The Trout

The trout is naturally present from the Atlas Mountains in Morocco, to Scandinavia and all the way to Russia around the Ural Mountains.

The trout is naturally present from the Atlas Mountains in Morocco, to Scandinavia and all the way to Russia around the Ural Mountains. Man has introduced trout to many other parts of the world and that is why they can be found in New Zealand, Chile, Argentina, South Africa and USA.

All trout species in Europe spawn in autumn, no matter if it is brown trout, seatrout or lake trout and all are doing it in small rivers and creeks. When they spawn, the trout dig a hole by trashing their tail into the rubble. When the hole is deep enough, the female gets into the pit, followed by the male and they do their business. The female lays all her eggs at once and the male fertilizes them immediately after. The eggs will then be covered by the rubble, so they are protected against predators looking for an easy meal.

In the springtime, depending on the temperature, the eggs will hatch and after 3 weeks, the yolk sac will be gone and they must move out of the comfort of the rubble, to go and hunt themselves. The survival rate depends on many factors, but commonly, after 2 years, there will only be about 1% left of the original population. 


After 1-5 years, some trout decide to go into saltwater. The process is called smoltification and prepares the trout to live in saltwater conditions.


After 1-5 years in freshwater, some trout go through a transformation in order to gain more weight than they can in the river. This process is called smoltification. Smoltification means that the trout are adapting to saltwater conditions. Around 25% of the trout that go to saltwater are males and the rest is females. They will now change colors, in order to adapt better to the ocean conditions. The ones going into the ocean will become silver and the ones staying in the river will keep their brown trout colors.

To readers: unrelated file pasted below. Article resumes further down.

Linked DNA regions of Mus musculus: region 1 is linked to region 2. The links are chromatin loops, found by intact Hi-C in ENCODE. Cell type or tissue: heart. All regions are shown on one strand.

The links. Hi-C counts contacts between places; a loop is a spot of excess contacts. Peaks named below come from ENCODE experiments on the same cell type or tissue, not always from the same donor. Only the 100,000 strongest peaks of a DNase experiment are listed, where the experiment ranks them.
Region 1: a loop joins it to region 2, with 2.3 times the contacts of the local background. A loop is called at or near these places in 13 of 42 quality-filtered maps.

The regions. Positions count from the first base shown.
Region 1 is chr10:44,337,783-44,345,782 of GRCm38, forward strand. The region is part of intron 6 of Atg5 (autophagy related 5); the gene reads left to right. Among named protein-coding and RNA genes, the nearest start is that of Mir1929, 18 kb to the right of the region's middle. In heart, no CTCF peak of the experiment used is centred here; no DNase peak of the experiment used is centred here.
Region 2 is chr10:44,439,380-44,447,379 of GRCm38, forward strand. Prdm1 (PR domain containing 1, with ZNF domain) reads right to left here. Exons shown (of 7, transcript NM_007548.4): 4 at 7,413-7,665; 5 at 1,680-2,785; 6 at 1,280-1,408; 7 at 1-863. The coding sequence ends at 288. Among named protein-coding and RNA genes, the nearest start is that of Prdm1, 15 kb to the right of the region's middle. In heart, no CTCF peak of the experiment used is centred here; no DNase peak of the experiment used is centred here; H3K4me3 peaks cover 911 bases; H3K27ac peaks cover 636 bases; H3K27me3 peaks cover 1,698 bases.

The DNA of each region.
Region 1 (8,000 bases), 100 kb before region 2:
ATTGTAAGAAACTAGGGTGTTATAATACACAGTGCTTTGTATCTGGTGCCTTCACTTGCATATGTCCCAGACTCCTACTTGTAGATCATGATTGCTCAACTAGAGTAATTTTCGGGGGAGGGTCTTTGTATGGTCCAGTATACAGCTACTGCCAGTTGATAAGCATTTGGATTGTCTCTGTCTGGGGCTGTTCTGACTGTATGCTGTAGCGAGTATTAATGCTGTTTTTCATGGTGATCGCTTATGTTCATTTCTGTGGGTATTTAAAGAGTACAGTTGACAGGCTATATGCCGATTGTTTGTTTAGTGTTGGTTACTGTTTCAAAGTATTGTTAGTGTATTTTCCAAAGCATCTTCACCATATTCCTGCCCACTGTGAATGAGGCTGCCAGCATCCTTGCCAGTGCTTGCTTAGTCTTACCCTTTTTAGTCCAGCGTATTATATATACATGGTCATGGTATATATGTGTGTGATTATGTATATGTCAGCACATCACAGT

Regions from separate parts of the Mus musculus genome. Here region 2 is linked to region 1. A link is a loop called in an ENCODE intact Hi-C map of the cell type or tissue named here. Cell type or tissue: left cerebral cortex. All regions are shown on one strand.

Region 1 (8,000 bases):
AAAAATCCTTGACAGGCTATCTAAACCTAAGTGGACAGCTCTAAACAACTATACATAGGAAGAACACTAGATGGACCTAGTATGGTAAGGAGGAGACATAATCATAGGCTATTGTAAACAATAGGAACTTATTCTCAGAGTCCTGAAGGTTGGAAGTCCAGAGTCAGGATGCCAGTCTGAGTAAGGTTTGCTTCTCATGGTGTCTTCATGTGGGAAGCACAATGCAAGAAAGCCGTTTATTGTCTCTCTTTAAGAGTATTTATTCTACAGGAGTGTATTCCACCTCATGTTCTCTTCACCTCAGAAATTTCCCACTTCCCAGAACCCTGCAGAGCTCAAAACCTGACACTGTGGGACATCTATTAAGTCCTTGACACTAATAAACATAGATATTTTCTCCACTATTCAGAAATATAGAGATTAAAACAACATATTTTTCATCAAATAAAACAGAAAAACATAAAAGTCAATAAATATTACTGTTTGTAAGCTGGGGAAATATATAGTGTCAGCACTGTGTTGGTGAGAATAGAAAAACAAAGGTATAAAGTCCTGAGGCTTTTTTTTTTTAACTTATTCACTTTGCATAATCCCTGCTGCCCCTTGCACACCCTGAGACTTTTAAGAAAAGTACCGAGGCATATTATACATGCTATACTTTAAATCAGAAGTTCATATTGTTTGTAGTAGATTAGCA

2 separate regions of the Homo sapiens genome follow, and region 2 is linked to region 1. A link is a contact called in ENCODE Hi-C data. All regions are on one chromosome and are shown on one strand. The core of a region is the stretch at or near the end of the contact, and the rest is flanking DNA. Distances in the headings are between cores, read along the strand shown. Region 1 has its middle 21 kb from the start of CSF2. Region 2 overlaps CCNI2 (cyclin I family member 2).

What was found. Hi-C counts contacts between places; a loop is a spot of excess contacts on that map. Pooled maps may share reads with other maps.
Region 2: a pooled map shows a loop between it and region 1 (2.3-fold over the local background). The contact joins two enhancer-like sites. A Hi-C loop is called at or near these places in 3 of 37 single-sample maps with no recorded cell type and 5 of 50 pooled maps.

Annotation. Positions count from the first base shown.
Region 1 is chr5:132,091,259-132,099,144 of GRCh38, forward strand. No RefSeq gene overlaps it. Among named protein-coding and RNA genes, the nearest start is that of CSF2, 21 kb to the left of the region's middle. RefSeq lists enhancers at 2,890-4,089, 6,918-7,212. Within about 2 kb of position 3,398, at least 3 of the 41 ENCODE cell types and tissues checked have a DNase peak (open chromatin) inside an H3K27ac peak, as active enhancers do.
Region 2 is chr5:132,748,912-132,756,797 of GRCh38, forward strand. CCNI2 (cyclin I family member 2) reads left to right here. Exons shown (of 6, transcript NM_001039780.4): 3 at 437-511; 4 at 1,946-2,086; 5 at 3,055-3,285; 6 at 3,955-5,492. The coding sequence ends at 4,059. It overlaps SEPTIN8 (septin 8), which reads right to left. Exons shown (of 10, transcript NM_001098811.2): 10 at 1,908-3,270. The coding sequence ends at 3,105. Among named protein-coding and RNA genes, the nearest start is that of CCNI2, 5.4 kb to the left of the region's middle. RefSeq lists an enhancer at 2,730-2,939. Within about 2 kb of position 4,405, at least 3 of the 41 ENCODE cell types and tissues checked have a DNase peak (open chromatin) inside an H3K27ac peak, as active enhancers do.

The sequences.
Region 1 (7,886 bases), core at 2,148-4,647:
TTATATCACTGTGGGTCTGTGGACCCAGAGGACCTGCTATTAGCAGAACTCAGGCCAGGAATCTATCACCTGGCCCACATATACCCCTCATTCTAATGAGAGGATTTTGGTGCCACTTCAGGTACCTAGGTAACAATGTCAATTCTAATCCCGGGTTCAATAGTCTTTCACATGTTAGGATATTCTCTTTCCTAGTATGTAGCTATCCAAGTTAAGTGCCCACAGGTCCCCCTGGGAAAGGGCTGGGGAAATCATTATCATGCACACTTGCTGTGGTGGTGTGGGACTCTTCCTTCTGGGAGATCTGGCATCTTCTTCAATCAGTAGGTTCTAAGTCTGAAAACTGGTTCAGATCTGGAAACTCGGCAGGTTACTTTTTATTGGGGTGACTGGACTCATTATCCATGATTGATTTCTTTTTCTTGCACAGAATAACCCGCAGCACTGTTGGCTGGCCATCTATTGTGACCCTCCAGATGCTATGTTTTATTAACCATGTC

After 1,5-4 years, the seatrout will return to its original river, it once upon a time hatched in. How exactly they have this ability to find its way back to the same river is now completely known. Scientists believes that it is a very complex combination of its sight, smell capabilities and the magnet fields surrounding the earth. Even though, they have this ability, there are still a few fish that get it wrong and find their way into an unknown river.

After spawning, some of the trout dies from exhaustion, but many of them will regain their power and they will once again be able to spawn. Most of them, will find the exact same spot to spawn, as they spawned in before.

What does the seatrout feed on?

The seatrout’s menu card is big and there are many different options to choose from. Some of the most desired prey is shrimp, sticklebacks, gammarus, fleas and gobies. The list is still long and when it grows bigger, it will head for deeper water, where it will feed on herring and sprat.